“After over three years of being the leading legislative advocate for medical cannabis, we want to know whatever is passed is able to be quickly and effectively implemented to avoid delays other states have experienced. This is too important and too many people are depending on the General Assembly to get it right.”

    From Pennsylvania Senator Mike Folmer’s web site

    Week of April 11, 2016

    Medical Cannabis Update
    When the Senate overwhelmingly passed my Senate Bill 3 last May, it was a 69-page bill. When the House returned SB 3 to the Senate last month, it was a 154-page bill with extensive changes that have been carefully analyzed the past three weeks.

    The Senate has been weighing two options on SB 3: agree to the House amendments or address the deep concerns that have been identified. Action is planned the week of April 11. After over three years of being the leading legislative advocate for medical cannabis, we want to know whatever is passed is able to be quickly and effectively implemented to avoid delays other states have experienced. This is too important and too many people are depending on the General Assembly to get it right.

      1. I’m amazed that it’s such a hard fight just to get MMJ in Penna. I’ve always thought that state more progressive than that.

        But it is what it is; oftentimes it’s that first step that’s necessary to really get the ball rolling. Best of luck with this.

  2. Wow! The courts sure do move fast in Maine! I sincerely hope that when they discover the fraudulent behavior of the notary that every citizen of Maine who was cheated of their right to petition at least gets to renotarize their petition. And let this be a lesson to the MPP that the cheap always ends up costing more in the long run.

    Great news that Pennsylvania is trained on the hemp wagon. Research is vital, to know what strains grow best and where, how to retain soil and avoid herbicides and pesticides, no matter how frustrating the delay of research may seem.

    So Denver filed the Responsible Use Inititiative… Did anyone else get a warm positive sensation of pride and joy from reading that? It’s gotta be better than the non-violent civil disobedience of toking from the top of the Flamingo Cantina in Austin, Texas. (Life’s little pleasures in protest…)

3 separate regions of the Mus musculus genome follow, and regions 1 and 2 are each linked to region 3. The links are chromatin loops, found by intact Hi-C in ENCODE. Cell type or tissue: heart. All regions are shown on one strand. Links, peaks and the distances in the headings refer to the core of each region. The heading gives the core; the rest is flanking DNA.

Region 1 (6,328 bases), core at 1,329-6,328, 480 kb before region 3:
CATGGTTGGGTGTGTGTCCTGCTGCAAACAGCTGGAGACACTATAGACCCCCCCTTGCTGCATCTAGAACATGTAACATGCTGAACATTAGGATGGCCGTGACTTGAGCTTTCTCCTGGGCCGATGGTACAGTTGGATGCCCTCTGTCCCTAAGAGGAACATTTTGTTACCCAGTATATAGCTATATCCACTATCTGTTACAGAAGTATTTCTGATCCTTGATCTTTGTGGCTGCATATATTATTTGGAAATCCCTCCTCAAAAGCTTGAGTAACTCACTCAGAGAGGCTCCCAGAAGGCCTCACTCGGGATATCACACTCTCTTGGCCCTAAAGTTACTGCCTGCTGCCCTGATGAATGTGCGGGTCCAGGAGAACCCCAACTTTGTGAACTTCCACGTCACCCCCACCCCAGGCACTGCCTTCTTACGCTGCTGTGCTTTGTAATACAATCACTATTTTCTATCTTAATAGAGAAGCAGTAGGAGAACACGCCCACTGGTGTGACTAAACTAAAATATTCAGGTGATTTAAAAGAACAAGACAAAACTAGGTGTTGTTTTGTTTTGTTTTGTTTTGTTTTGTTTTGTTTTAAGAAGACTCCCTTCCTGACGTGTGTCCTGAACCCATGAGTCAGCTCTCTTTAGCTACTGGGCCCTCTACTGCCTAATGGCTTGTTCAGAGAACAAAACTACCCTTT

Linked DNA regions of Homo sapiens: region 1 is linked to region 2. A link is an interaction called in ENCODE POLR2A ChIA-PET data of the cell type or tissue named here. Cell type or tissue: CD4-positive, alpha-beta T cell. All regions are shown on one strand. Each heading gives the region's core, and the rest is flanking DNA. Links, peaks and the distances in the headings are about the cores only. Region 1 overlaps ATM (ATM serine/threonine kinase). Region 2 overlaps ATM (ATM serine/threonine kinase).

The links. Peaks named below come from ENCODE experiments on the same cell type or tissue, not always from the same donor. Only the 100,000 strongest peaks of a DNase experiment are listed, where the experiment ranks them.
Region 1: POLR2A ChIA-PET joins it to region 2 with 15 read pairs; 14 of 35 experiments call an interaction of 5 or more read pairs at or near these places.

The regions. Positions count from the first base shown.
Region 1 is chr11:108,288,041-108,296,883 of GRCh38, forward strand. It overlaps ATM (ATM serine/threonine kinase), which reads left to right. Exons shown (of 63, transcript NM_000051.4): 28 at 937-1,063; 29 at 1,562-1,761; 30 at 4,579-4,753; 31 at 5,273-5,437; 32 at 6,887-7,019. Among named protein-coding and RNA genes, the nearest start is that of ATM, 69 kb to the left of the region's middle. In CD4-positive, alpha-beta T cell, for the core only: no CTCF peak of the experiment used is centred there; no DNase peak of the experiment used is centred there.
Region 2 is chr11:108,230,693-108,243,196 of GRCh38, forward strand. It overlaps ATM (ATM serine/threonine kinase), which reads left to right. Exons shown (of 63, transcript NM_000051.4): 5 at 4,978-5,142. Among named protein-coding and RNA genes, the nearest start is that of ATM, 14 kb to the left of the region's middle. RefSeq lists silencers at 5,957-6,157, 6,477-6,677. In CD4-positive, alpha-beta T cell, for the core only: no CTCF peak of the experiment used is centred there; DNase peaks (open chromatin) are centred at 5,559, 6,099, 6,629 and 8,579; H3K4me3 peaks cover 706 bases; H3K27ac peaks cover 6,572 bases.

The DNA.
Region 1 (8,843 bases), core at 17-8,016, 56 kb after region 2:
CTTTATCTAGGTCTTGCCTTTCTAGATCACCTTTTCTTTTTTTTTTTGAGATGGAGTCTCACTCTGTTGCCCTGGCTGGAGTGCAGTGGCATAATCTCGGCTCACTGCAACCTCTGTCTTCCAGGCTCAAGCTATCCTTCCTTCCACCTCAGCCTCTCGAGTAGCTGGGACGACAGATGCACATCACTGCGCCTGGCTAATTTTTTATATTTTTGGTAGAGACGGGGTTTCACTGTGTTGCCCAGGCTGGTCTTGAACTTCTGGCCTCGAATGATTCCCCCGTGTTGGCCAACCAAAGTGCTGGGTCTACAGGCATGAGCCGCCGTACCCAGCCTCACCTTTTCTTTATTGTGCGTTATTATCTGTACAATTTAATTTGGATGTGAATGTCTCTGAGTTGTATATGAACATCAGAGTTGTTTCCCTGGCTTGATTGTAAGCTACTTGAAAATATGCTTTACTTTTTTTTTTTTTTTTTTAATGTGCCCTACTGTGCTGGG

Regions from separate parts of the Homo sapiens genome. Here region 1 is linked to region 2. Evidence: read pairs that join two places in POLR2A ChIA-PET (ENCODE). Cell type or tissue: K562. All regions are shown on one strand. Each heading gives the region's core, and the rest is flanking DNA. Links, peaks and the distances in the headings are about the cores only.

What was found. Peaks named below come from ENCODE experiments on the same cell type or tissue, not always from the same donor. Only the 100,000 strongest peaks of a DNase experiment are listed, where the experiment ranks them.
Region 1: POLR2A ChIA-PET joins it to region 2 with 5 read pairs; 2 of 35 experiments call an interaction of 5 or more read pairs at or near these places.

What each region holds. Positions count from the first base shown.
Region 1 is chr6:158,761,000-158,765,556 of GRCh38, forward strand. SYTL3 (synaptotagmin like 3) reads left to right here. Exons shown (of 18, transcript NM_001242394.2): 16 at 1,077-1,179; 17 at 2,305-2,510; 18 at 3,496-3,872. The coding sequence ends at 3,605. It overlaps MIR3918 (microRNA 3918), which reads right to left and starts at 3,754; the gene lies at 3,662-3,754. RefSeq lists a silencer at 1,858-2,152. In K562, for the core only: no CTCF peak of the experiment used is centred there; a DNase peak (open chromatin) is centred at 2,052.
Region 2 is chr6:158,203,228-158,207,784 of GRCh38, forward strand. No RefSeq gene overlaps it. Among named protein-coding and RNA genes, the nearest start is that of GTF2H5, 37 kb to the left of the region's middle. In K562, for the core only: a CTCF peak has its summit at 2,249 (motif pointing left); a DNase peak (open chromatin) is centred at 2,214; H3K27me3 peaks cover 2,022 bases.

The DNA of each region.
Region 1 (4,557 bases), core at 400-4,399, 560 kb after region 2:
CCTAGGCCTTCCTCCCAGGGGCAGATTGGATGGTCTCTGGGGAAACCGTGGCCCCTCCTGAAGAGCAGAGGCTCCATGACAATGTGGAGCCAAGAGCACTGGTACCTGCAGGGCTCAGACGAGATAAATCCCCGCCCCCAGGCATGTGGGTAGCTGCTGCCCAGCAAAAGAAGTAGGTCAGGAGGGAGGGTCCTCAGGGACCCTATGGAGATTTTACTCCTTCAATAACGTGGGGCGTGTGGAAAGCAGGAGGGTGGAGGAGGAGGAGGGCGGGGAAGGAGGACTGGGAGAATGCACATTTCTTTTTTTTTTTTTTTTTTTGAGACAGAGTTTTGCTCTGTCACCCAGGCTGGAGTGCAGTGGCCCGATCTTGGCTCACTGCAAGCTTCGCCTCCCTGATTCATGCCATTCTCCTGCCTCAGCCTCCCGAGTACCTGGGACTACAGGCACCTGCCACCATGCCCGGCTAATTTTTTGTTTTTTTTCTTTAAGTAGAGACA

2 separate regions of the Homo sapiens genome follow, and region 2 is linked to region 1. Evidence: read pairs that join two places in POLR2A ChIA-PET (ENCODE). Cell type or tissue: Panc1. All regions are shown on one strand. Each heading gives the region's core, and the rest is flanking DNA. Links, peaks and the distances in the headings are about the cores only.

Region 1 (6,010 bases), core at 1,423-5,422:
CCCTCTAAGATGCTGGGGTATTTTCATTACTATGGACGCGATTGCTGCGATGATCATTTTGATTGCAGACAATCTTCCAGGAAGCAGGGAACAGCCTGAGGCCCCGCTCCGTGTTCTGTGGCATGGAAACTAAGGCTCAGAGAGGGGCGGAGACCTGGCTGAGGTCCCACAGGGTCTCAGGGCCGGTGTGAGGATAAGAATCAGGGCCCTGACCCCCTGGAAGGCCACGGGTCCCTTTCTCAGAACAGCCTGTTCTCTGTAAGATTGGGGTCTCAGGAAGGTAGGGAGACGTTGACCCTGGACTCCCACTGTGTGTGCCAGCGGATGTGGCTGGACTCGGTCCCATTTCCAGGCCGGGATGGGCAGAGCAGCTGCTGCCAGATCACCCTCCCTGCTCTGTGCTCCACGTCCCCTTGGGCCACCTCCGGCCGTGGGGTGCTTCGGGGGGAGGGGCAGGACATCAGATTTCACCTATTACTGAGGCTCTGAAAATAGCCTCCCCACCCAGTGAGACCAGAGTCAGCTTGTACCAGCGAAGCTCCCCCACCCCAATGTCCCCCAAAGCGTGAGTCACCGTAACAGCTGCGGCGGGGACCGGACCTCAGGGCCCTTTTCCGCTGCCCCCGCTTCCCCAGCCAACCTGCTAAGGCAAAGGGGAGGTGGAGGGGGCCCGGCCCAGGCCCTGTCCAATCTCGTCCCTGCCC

Even the smaller advances here like in Virginia deserve credit as more and more state legislatures admit marijuana is medicine. Let the CBD industry ride the wave of quasi prohibition. Every week now were making such incredible progress that I dare say the descheduling of marijuana from the CSAct is inevitable.

    1. Julian,

      Yes, I thought that’s a good plan in Denver. I don’t plan on moving there, alas, but am glad that they’re trying for that. A great step forward.

  3. April 12, 2016 development in Pennsylvania medical marijuana legislation. Senate passes SB3 with minor tweaks. Alas, patients are still not allowed to grow their own, and best I can tell still can’t smoke it. If you can’t buy the plant material you’re forced to buy the vaporizing cartridges. The fix is in. Cronyism rules the day. It’s estimated to take two years until a patient can actually purchase the medicine.

    Better than nothing. Another notch, domino.

    Another state legalizing just before this big UN pow-wow ought to bonk figuratively bonk them over the head.

    1. I second the motion: Congrats!

      Here in NM, we’ve had MMJ for a while, but haven’t been able to move beyond that. But the day will come, as hopefully it will in PA before too long.

  4. Heard about this website at The Bill Press show and thought I would check it out. I read a list of California’s counties banning the sale of marijuana by not allowing the opening of dispensaries. What the list does not say is that in the city of Simi Valley, County of Ventura, CA, they also banned the cultivation, and the delivery of it regardless whether you have a medical permit to do so or not. A petition on is going on right now to reverse the law as city leaders have said they would listen an review if enough signatures were received. Maybe some of your followers may want to check it out and add their signatures if they want. Food for thought.